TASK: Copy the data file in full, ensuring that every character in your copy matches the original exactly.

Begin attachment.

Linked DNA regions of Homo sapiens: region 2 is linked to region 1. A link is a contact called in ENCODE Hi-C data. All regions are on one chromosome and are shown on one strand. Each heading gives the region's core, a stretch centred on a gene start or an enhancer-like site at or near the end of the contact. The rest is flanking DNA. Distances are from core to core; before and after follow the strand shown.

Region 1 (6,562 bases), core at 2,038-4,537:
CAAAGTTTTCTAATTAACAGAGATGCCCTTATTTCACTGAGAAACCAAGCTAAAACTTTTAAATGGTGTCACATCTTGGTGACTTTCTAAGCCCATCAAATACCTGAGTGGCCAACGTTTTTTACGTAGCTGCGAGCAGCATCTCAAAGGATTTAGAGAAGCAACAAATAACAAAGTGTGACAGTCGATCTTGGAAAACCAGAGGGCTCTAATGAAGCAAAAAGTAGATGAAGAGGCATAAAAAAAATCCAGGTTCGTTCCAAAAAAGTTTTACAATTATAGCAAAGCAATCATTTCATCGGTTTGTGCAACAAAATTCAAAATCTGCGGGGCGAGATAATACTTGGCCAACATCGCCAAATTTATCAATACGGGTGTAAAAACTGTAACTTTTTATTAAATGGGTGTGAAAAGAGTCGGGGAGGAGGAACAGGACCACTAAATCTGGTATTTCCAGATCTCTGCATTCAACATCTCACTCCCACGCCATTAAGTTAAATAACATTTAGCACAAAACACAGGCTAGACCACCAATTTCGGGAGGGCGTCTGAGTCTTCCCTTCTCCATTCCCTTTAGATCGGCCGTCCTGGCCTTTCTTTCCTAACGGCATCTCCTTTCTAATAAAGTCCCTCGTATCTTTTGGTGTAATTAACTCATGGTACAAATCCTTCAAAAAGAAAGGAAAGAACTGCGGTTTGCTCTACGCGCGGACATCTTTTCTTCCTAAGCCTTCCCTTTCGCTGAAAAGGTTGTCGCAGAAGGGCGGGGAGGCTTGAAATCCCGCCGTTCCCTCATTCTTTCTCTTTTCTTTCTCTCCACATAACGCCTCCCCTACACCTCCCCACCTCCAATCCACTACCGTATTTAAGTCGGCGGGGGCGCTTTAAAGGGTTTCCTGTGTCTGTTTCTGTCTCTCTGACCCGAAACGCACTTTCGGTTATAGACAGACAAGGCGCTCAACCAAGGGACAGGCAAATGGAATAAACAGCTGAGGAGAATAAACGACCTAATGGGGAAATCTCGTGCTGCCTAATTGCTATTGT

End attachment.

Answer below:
Linked DNA regions of Homo sapiens: region 2 is linked to region 1. A link is a contact called in ENCODE Hi-C data. All regions are on one chromosome and are shown on one strand. Each heading gives the region's core, a stretch centred on a gene start or an enhancer-like site at or near the end of the contact. The rest is flanking DNA. Distances are from core to core; before and after follow the strand shown.

Region 1 (6,562 bases), core at 2,038-4,537:
CAAAGTTTTCTAATTAACAGAGATGCCCTTATTTCACTGAGAAACCAAGCTAAAACTTTTAAATGGTGTCACATCTTGGTGACTTTCTAAGCCCATCAAATACCTGAGTGGCCAACGTTTTTTACGTAGCTGCGAGCAGCATCTCAAAGGATTTAGAGAAGCAACAAATAACAAAGTGTGACAGTCGATCTTGGAAAACCAGAGGGCTCTAATGAAGCAAAAAGTAGATGAAGAGGCATAAAAAAAATCCAGGTTCGTTCCAAAAAAGTTTTACAATTATAGCAAAGCAATCATTTCATCGGTTTGTGCAACAAAATTCAAAATCTGCGGGGCGAGATAATACTTGGCCAACATCGCCAAATTTATCAATACGGGTGTAAAAACTGTAACTTTTTATTAAATGGGTGTGAAAAGAGTCGGGGAGGAGGAACAGGACCACTAAATCTGGTATTTCCAGATCTCTGCATTCAACATCTCACTCCCACGCCATTAAGTTAAATAACATTTAGCACAAAACACAGGCTAGACCACCAATTTCGGGAGGGCGTCTGAGTCTTCCCTTCTCCATTCCCTTTAGATCGGCCGTCCTGGCCTTTCTTTCCTAACGGCATCTCCTTTCTAATAAAGTCCCTCGTATCTTTTGGTGTAATTAACTCATGGTACAAATCCTTCAAAAAGAAAGGAAAGAACTGCGGTTTGCTCTACGCGCGGACATCTTTTCTTCCTAAGCCTTCCCTTTCGCTGAAAAGGTTGTCGCAGAAGGGCGGGGAGGCTTGAAATCCCGCCGTTCCCTCATTCTTTCTCTTTTCTTTCTCTCCACATAACGCCTCCCCTACACCTCCCCACCTCCAATCCACTACCGTATTTAAGTCGGCGGGGGCGCTTTAAAGGGTTTCCTGTGTCTGTTTCTGTCTCTCTGACCCGAAACGCACTTTCGGTTATAGACAGACAAGGCGCTCAACCAAGGGACAGGCAAATGGAATAAACAGCTGAGGAGAATAAACGACCTAATGGGGAAATCTCGTGCTGCCTAATTGCTATTGT